Education Leaders Assemble to Strategize on Increasing Arts Education Participation in All New Jersey Schools

Nearly 200 New Jersey Arts education leaders and education officials gathered at “Arts Ed Summit 2017” to chart the future direction for arts education in the state. The day-long event was held at the Foundation for Education Administration Center in Monroe Township on September 28.
Set against a backdrop of inspiring student artwork and performances, the Summit provided an energizing forum for discussions about strategies to increase student participation in Arts Education in all schools in New Jersey. Participants were particularly encouraged by recent findings from the 2017 Rutgers-Eagleton Public Opinion Survey released on September 14 that revealed nearly all New Jerseyans (90%) believe that arts education is important for all students. Equally promising were results from the 2017 New Jersey Arts Education Census Report released on September 20 that found that New Jersey is now reaching the point of “universal access” to arts education for all students.
Opening remarks were provided by Dr. Dale Schmid, Visual & Performing Arts coordinator for New Jersey’s State Department of Education, Nick Paleologos, executive director, New Jersey State Council on the Arts, and Robert Morrison, co-director, Arts Ed NJ.
“Along with knowledge comes responsibility and so now it’s our responsibility to take the next step forward and that’s what today is about,” said Dr. Schmid. “To help ensure equity access to everybody, and to close that gap.”
“The future of arts education in our state begins here. Active participation in arts education for every student is our goal. This is our time and it’s time for Arts Ed Now for every child in every school,” said Mr. Morrison. “Our journey began 30 years ago when Governor Tom Kean signed a bill creating the Literacy and Arts Task Force with the goal of providing arts education for all children in New Jersey. The headline findings from this report was this: that arts education in New Jersey deserves barely a passing grade. Well, I’m pleased to say that that’s no longer the case. We moved from ‘barely a passing grade’ to being a national leader in arts education.”
The first panel discussion, moderated by Chris Daggett, president and CEO of the Geraldine R. Dodge Foundation was on “Arts Education in 2017 and Beyond,” and featured Rose Acerra, New Jersey PTA; Marie Blistan, New Jersey Education Association; Dr. Richard Bozza, New Jersey Association of School Administrators; Dr. Larry Feinsod, New Jersey School Boards Association and Patricia Wright, New Jersey Principals and Supervisors Association.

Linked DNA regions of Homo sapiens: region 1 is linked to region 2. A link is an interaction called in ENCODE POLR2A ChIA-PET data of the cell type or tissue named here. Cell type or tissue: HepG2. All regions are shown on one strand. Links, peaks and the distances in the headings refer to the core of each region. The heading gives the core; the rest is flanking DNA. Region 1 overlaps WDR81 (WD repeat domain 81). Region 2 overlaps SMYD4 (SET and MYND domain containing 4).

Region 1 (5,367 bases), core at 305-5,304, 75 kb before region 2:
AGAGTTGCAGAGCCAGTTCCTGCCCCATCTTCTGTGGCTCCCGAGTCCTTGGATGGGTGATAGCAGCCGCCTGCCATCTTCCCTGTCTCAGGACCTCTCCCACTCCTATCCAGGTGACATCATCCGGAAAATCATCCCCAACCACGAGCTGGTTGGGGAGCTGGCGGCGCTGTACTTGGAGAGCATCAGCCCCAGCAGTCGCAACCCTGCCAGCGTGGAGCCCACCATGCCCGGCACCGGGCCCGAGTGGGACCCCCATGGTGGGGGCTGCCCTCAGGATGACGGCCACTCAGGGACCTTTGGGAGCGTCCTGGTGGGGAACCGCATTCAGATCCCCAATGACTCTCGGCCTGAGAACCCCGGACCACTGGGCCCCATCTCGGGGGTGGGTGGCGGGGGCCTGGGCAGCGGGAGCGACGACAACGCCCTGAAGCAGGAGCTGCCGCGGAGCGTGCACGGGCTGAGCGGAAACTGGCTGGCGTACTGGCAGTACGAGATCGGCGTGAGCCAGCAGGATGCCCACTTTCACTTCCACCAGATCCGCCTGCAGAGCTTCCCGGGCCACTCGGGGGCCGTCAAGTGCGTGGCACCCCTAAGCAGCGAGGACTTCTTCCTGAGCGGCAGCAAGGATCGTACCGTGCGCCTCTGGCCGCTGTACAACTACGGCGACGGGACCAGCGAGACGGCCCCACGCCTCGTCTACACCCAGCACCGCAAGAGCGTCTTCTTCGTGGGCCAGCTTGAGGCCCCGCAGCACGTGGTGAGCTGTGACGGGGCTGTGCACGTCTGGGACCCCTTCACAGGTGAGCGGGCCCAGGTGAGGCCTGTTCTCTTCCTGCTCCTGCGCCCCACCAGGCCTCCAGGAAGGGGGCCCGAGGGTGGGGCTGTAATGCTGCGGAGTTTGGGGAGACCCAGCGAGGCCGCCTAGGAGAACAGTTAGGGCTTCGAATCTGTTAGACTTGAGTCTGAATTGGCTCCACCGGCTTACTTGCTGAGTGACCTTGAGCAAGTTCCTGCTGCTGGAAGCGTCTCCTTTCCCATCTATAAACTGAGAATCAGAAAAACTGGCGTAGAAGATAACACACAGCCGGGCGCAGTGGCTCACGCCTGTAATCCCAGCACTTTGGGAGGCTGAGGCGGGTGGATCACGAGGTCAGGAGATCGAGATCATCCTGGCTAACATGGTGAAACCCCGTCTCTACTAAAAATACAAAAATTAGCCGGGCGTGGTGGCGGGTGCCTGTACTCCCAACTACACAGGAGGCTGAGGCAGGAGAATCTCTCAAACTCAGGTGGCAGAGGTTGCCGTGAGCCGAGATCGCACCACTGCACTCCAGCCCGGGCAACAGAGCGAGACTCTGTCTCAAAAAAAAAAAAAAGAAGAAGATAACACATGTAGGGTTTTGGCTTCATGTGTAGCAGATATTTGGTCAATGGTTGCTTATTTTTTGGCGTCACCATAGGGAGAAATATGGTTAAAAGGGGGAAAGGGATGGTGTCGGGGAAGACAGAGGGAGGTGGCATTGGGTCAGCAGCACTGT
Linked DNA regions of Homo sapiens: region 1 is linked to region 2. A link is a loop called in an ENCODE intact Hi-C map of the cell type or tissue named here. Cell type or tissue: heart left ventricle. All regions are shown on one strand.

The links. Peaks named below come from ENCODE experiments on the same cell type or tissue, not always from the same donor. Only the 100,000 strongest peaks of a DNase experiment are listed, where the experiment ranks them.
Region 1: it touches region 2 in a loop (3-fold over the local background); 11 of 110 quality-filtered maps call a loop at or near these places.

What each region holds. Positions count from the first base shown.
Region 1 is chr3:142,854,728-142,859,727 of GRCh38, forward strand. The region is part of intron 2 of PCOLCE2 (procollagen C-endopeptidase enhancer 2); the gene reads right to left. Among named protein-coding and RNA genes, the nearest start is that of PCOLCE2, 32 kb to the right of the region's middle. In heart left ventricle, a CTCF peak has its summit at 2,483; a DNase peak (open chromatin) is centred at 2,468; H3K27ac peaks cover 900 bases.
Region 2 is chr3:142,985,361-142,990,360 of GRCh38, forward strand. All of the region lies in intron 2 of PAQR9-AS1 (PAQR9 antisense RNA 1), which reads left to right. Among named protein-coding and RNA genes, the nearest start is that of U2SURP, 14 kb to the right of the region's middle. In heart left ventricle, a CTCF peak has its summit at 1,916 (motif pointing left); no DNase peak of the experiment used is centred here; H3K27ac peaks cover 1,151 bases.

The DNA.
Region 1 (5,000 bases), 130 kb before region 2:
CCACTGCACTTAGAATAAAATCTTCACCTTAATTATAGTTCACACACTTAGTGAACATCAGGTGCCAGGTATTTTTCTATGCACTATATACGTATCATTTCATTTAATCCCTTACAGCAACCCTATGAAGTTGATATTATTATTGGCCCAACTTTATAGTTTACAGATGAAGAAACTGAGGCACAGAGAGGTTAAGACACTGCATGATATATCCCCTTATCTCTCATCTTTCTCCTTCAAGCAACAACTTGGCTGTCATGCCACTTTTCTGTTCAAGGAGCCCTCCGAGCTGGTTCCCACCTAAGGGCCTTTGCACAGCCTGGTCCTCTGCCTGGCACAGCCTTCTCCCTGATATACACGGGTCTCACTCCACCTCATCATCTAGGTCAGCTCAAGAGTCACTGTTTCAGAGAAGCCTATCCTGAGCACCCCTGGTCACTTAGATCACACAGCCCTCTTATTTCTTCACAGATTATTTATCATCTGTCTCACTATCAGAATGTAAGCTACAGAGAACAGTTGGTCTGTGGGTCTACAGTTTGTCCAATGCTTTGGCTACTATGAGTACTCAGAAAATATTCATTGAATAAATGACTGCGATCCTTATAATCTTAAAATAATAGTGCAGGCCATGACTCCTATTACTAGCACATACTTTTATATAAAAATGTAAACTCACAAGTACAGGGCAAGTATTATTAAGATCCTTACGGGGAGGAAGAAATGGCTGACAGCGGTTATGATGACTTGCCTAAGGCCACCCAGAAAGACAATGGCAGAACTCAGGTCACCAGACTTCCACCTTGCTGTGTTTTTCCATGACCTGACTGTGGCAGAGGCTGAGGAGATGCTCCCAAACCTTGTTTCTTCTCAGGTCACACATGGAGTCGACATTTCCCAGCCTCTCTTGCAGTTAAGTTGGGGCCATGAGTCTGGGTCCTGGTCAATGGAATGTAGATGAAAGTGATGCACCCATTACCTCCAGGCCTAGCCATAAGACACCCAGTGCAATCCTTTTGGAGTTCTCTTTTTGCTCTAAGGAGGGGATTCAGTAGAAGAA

Remarking on the recent New Jersey Arts Education Census Report, Dr. Feinsod cautioned: “As far as the Census results are concerned there are a lot of very positive findings but it is distressing that in the lower socioeconomic districts, there is less spent per pupil on arts education. That disturbs me. We all know that poverty is not a friend of education so I think it’s incumbent on all of us to do something.”
A second panel discussion, “Successful Strategies – Four Approaches to Transforming Schools” was moderated by Wendy Liscow, education program director of the Geraldine R. Dodge Foundation, and featured panelists Adrienne Hill, Hedgepeth/Williams Middle School of the Arts, Trenton; Shawna Longo, Hopatcong Borough Schools, Hopatcong; Corey Petit, West Avenue School, Bridgeton, and Lisa Vartanian, Paramus Public Schools, Paramus.
When asked what advice she would give to everyone on how to keep Arts Education participation moving forward, Ms. Hill was direct: “Be persistent. Do not give up. When people tell you that you can’t do it, or that there’s no money, don’t take ‘no’ for an answer.”
The luncheon address featured Argine Safari, the 2017 New Jersey Teacher of the Year who presented a steady stream of video testimonials by students who have been positively impacted by the Arts in New Jersey schools.
The highlight of the summit was an inspiring keynote address by Sir Ken Robinson, who works with governments, education systems, international agencies, global corporations and some of the world’s leading cultural organization to unlock the creative energy of people and organizations.
“We have to think bravely and adventurously about the sort of schools we need now to do justice to our children’s talents but which also prepare them in the right way to be productive members of their world,” he said. “It’s a double agenda: to look at an education system which speaks to the nature of children and which then also looks at the world and how they can connect into it.”
The Arts Ed Summit 2017 is part of the ARTS ED NOW collective impact project and was supported in part with funds from the New Jersey State Council on the Arts, Geraldine R. Dodge Foundation and an award from the National Endowment for the Arts.
For complete details including all reports and full session videos of the Arts Ed Summit 2017 go to:

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